Water: It was written, “The wellspring of wisdom is a flowing brook” (Prov 18:4) The well, spring and stream have been used also as an analogy for the Holy Trinity: Just as the spring and the stream produced from a well are not separate and yet there are in fact three visible objects and three names yet they all have the same water.

Love: Lover, Beloved and Love. "And he saw the Spirit of God descending like a dove and lighting on him. And a voice from heaven said, ‘This is my Son, whom I love and with him I am well pleased’" (Matt. 3:16-17). God the Father loves God the Son through the Holy Spirit. 

So why should we not forgot about the Trinity since it is so complicated. Many people have done this over the years. Unitarians came into exist because they denied the Trinity. 

Basically, though, the reason to keep proclaiming the Trinity as true is because of who Jesus is and has been revealed to us through Scripture. If there is no Trinity, Jesus is not God and the Holy Spirit is not God. Therefore, Jesus has no salvific power and his crucifixion and resurrection have no world-altering effect beyond the whims of some tyrant god. If there is no Trinity, the Holy Spirit has no power to be present with us, to comfort and advocate for us because the Holy Spirit is not God. 

Finally, prayer: if God is not triune, than the Spirit is not present with us in prayer. If God is not triune than God does not desire friendship with us but servitude. Trinity frees us to follow the God that is love fully, only limited by our weakness. And even then, free to be transformed by the God that is love through power of God’s triunity.


From the UMC Articles of Religion

Article I - Of Faith in the Holy Trinity

There is but one living and true God, everlasting, without body or parts, of infinite power, wisdom, and good; the maker and preserver of all things, both visible and invisible. And in unity of this Godhead there are three persons, of one substance, power, and eternity—the Father, the Son, and the Holy Ghost.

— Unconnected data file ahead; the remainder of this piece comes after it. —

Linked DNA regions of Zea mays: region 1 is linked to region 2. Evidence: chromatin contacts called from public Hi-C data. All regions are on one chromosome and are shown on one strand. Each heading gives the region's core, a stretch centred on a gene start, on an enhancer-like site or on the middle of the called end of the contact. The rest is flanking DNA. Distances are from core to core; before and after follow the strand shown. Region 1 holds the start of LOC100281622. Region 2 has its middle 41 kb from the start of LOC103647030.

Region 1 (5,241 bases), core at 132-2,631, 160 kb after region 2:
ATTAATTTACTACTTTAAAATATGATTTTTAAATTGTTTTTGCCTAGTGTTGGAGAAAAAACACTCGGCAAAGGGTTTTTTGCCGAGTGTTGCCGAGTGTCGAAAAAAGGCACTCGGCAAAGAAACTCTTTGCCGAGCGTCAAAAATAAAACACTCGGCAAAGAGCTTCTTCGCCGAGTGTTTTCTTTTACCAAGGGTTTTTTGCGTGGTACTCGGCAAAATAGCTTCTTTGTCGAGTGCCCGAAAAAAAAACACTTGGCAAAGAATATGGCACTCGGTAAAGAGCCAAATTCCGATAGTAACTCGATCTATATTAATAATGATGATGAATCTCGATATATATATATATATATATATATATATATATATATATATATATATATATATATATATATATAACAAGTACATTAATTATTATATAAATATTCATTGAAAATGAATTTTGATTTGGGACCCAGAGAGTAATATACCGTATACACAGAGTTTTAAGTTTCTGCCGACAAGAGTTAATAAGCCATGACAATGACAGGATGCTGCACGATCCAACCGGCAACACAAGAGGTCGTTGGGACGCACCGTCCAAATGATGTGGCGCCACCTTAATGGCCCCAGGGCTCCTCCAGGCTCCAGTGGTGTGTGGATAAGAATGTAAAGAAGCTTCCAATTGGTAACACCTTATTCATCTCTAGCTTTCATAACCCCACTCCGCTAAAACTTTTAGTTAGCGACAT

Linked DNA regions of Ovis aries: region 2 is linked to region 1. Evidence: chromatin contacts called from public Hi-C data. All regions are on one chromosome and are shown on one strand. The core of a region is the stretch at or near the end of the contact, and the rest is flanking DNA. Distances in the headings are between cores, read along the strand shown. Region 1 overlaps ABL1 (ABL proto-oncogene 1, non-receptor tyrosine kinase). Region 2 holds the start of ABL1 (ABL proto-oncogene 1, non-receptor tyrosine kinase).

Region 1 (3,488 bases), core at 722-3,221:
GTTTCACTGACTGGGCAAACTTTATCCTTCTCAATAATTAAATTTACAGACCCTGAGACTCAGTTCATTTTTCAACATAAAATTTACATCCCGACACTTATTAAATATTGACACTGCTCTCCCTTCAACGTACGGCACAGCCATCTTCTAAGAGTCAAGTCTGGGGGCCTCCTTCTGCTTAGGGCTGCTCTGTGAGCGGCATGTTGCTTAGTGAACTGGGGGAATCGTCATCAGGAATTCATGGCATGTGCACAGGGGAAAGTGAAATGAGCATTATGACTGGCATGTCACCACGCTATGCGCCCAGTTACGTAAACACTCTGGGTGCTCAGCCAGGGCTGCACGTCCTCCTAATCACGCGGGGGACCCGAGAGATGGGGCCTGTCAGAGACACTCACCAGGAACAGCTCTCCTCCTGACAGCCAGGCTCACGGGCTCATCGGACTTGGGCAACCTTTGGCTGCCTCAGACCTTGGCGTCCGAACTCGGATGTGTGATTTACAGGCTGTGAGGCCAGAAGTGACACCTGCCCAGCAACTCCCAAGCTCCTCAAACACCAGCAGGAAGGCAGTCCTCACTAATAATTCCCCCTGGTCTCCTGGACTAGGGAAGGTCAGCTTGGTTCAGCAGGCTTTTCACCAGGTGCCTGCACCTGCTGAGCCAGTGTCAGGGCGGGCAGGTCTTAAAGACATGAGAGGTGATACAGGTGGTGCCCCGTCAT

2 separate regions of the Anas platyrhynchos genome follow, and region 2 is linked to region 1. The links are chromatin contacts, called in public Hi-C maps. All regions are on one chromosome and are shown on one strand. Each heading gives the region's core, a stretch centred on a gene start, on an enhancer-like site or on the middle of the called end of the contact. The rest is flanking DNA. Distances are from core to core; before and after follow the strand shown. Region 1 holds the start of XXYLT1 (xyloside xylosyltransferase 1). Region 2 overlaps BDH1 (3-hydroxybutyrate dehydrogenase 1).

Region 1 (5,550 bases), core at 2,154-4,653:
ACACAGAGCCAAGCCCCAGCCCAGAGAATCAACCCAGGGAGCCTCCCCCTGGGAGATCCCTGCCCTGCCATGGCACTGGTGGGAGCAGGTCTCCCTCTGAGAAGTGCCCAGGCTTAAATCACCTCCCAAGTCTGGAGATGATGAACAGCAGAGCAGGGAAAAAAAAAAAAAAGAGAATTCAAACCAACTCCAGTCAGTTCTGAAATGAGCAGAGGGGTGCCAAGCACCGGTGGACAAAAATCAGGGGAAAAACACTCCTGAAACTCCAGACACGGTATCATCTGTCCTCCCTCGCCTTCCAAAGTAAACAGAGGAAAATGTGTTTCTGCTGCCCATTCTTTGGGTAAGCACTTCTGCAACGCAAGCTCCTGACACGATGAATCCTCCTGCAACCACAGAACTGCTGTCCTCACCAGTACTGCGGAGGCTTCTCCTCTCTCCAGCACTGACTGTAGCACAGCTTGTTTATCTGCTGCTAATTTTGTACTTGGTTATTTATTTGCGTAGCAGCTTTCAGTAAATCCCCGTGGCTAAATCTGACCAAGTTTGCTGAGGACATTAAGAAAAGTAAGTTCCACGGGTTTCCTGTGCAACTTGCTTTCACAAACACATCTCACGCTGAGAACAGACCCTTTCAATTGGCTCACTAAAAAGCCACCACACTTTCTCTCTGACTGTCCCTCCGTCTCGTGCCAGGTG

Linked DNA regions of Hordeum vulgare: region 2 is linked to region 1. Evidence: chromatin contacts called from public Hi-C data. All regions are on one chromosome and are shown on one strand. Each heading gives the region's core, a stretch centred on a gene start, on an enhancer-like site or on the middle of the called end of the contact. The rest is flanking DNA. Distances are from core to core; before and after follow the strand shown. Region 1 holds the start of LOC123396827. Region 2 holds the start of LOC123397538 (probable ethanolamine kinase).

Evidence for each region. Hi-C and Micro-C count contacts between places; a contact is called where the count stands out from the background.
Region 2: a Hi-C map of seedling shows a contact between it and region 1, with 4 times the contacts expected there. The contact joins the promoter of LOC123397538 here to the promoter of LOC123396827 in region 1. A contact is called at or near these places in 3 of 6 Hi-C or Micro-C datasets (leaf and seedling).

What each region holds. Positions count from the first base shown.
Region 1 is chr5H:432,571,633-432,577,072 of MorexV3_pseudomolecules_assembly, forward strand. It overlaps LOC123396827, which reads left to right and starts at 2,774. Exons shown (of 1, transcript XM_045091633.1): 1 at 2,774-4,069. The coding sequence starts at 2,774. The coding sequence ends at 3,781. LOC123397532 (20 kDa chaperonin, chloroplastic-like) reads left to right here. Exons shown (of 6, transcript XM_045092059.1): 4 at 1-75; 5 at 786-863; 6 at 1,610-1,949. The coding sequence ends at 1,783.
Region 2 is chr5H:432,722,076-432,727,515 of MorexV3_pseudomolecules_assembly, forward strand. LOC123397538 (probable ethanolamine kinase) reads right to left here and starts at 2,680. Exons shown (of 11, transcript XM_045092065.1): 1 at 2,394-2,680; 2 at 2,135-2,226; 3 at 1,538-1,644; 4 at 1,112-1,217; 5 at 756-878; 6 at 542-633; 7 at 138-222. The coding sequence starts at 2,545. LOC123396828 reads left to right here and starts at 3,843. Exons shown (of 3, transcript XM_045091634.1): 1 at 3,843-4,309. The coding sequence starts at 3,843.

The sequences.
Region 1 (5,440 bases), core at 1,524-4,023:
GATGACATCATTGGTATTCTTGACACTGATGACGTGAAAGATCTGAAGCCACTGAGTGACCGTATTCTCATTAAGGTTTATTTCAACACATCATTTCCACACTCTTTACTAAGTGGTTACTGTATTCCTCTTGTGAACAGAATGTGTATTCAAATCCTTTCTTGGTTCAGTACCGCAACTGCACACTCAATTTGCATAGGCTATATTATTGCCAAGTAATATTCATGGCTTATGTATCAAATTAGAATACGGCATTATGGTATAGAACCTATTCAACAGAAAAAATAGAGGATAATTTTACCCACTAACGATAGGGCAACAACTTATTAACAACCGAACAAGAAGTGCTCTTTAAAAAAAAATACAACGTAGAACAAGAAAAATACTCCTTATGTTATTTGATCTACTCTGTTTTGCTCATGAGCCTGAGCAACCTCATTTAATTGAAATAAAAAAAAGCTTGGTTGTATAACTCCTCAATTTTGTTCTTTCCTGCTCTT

What do Methodists Believe?: Introduction

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When we look back to the history of the United Methodist Church, one of the biggest turning points was the American Revolution. Before then, Methodists had simply been a group within the Church of England. However, once England no longer has authority over the colonies, all the Anglican priests go home and so John Wesley knew that the Methodists in North America still needed guidance and sacrament. 

Thus, he ordained Thomas Coke and Francis Asbury and sent them across the Atlantic. As well, he edited a copy of the Book of Common Prayer (which he titled the Sunday Service) and a version of the 39 Articles (which was and is the doctrinal standard of the Church of England) called the Articles of Religion.

In 1968, with the merger between the Methodist Episcopal Church and the Evangelical United Brethren Church, the EUB Confession of Faith was added as a doctrinal standard to the Articles of Religion.

Now, doctrines in and of themselves sound about as stale as a sandwich left out over night. Doctrines are simply things about God, humanity, reality that have been revealed in the Christian faith to be true. Not true in an abstract, ivory tower kind of way. True in a way to describe our own experience of life. Doctrine is not a tool of oppression but a way to see the world rightly and to live and act in right relationship with our Lord and our neighbor through grace. 

And so, over the next few weeks (months) every week that I can, I will publish a blog post on one of the articles of religion with the express aim of describing the purpose and relevancy of each article for the Christian life today. Methodism has been described as a religion of the head and the heart. Doctrine is usually put in the category of the head. I want to show that it is of the heart as well. Some of the language is archaic, but the meaning is not. I hope you will be able to follow along with me on this journey. The first four articles are the most important, and so I am publishing them now.

Article I - Of Faith in the Holy Trinity

There is but one living and true God, everlasting, without body or parts, of infinite power, wisdom, and good; the maker and preserver of all things, both visible and invisible. And in unity of this Godhead there are three persons, of one substance, power, and eternity—the Father, the Son, and the Holy Ghost.

Article II - Of the Word, or Son of God, Who Was Made Very Man

The Son, who is the Word of the Father, the very and eternal God, of one substance with the Father, took man's nature in the womb of the blessed Virgin; so that two whole and perfect natures, that is to say, the Godhead and Manhood, were joined together in one person, never to be divided; whereof is one Christ, very God and very Man, who truly suffered, was crucified, dead, and buried, to reconcile his Father to us, and to be a sacrifice, not only for original guilt, but also for actual sins of men.